Mixing with Asia’s best and brightest (2009)
The Maurice Wilkins Centre sponsored two secondary school students and a teacher to attend an Asian regional science camp.
St Cuthbert’s College student Emily Cole says that going to the 2009 Asian Science Camp in Tsukuba, Japan was an incredible experience. A highlight was attending challenging talks on topics ranging from nuclear energy to how to win a Nobel Prize.
“The lectures were high level, in-depth and unlike anything I had ever heard before … It was both humbling to be in the presence of the Nobel Laureates and uplifting to be able to share in their knowledge,” she says.
Counterpart Andi Liu from Palmerston North Boys’ High School agrees that the camp was a unique opportunity to interact with scientists at the top of their fields.
Andi plans to study biomedical or chemical and material engineering and wants to become a respected scientist. In that role, he says he would encourage students to consider science careers and to apply for opportunities like the science camp.
The Maurice Wilkins Centre was proud to sponsor both students, and Manurewa High School physics teacher Fenella Colyer, to attend the camp. The MacDiarmid Institute sponsored two further New Zealand students, Hugh McHugh and Georgina Stewart.
The camp brings together more than 200 final year high school students and accompanying teachers from in and around the Asia region. It is an invaluable opportunity to learn directly from Nobel Laureates and other eminent scientists working in the fields of physics and chemistry.
Delegates can further develop their interest in science and mix with some of the best and brightest from the region.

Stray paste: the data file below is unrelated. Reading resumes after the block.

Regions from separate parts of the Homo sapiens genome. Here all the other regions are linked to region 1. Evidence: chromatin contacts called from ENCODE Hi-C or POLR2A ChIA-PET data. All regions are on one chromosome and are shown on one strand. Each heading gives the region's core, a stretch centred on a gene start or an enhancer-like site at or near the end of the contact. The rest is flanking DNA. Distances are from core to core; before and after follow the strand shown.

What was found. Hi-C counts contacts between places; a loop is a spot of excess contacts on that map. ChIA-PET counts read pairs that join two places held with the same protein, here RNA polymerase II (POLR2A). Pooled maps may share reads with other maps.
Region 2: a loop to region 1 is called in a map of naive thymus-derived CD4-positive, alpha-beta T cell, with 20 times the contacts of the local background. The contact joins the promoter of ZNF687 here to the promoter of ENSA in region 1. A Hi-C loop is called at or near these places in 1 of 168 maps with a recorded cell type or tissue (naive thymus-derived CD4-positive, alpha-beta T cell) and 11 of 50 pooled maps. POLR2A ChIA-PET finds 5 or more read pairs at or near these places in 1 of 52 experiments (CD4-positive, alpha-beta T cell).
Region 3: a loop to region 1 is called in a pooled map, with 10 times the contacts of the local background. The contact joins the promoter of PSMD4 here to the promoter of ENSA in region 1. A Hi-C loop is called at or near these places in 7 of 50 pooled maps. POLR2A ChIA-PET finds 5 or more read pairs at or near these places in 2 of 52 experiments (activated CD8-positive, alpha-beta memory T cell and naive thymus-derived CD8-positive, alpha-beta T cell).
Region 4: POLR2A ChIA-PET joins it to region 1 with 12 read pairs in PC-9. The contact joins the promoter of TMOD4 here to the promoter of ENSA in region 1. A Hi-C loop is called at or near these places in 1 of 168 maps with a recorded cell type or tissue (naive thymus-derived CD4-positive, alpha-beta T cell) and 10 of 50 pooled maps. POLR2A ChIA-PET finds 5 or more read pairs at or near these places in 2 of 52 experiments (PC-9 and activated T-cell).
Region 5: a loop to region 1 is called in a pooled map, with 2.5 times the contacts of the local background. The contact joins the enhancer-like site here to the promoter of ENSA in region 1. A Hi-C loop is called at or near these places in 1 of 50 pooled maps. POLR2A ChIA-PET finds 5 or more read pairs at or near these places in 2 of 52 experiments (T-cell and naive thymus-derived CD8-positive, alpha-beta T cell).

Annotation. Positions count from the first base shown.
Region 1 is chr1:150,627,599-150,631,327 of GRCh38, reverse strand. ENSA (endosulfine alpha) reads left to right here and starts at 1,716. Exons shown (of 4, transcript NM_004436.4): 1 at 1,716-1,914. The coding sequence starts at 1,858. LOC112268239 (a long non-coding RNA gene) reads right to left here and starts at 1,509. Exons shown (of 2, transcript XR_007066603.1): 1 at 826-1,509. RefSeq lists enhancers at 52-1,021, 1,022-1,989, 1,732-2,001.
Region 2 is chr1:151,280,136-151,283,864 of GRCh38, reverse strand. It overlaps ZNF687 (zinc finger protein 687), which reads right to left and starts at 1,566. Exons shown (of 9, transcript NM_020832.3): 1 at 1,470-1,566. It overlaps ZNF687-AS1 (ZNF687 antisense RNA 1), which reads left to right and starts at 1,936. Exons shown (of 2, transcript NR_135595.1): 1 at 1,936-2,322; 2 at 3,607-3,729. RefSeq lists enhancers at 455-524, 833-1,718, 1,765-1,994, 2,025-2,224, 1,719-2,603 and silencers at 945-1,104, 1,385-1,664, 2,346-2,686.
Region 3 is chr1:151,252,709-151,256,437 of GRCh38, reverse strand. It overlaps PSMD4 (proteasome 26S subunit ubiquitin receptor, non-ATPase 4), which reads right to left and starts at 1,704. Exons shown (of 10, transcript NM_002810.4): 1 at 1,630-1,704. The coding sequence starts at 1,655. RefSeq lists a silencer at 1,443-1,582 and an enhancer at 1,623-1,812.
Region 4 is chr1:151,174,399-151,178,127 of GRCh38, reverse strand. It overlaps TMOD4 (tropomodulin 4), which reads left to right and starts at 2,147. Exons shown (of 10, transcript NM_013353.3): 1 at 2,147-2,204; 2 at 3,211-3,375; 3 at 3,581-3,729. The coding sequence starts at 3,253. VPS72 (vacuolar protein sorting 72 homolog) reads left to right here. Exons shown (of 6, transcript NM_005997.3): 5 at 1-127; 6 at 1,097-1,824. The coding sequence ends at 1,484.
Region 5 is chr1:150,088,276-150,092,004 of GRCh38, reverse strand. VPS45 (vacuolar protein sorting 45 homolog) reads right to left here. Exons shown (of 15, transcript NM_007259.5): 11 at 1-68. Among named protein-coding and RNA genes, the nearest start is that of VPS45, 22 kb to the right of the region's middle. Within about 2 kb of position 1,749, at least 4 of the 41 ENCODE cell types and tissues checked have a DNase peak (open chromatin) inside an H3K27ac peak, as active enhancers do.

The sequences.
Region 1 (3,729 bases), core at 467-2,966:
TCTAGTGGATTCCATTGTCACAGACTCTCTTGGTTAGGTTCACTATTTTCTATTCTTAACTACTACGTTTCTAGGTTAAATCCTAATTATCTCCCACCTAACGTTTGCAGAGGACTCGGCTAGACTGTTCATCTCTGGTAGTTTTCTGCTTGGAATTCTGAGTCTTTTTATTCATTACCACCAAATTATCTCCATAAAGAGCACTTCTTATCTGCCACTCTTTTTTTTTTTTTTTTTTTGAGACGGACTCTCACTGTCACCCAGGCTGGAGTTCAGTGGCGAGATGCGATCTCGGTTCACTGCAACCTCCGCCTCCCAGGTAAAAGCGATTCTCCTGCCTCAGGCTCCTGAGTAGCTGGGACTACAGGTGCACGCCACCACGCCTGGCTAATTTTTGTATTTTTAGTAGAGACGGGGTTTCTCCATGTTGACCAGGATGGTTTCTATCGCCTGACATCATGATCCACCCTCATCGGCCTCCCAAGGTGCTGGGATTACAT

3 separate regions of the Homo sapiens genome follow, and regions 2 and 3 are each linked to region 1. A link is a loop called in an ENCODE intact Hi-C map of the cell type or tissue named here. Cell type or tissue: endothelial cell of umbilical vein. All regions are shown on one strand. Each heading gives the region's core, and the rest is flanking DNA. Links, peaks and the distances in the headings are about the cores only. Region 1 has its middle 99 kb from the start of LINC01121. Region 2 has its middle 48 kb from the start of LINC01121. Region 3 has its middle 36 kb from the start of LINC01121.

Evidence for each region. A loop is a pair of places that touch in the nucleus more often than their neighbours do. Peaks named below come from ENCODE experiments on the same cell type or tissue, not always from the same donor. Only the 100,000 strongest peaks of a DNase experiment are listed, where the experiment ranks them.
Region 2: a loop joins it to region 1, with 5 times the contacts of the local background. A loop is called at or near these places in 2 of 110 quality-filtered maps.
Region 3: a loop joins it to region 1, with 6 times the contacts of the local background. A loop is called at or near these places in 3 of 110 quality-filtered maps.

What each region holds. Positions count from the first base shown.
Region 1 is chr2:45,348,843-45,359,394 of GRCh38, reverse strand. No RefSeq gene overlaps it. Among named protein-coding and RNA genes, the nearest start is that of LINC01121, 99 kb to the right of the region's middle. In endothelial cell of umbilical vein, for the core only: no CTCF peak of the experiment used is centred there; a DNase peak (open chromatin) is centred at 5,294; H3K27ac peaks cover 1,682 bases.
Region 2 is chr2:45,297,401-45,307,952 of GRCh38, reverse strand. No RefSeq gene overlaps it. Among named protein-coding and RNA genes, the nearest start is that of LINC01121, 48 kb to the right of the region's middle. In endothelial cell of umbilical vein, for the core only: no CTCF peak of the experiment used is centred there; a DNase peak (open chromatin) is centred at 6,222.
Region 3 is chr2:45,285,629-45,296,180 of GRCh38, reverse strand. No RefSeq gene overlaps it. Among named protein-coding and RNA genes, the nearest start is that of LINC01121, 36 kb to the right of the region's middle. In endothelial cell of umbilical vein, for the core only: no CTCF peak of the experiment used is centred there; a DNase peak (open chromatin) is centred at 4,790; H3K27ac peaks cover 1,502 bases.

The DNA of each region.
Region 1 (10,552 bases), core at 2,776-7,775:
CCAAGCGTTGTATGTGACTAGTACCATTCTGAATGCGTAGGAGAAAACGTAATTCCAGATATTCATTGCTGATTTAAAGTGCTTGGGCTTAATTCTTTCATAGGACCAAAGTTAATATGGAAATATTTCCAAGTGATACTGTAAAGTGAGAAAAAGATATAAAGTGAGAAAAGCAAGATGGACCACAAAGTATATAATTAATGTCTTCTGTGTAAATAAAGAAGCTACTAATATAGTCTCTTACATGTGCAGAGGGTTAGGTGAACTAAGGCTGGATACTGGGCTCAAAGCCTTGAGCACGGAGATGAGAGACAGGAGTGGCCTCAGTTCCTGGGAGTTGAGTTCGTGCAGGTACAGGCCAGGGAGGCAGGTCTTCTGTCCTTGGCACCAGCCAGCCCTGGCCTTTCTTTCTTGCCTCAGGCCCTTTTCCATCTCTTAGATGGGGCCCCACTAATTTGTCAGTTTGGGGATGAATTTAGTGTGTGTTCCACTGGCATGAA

Fenella believes that the benefits of such events cannot be overstated. “I attended similar events as a school student and their impact remains with me to this day. You find when students go to events like this that it opens up their eyes to the different fields that they can study. It’s often what finally helps them to make the decision to study science at a higher level,” she says.
“These students will become the scientific leaders of the future. By attending this camp, they’ve already got a head start. They’ve learned about how the language of science can cross barriers and facilitate international co-operation and communication.”
But the students who attended the camp weren’t the only ones to benefit. The teachers also went to all of the lectures and group discussions, and took what they learned back to their own schools.
“Every single lecture I attended I gave back to my students,” says Fenella, who transcribed her notes into a teaching booklet which she used for advanced tutorials with her senior physics students.
Image: Professor Ted Baker presents Emily Cole with her travel sponsorship. Photo courtesy of Amy Campbell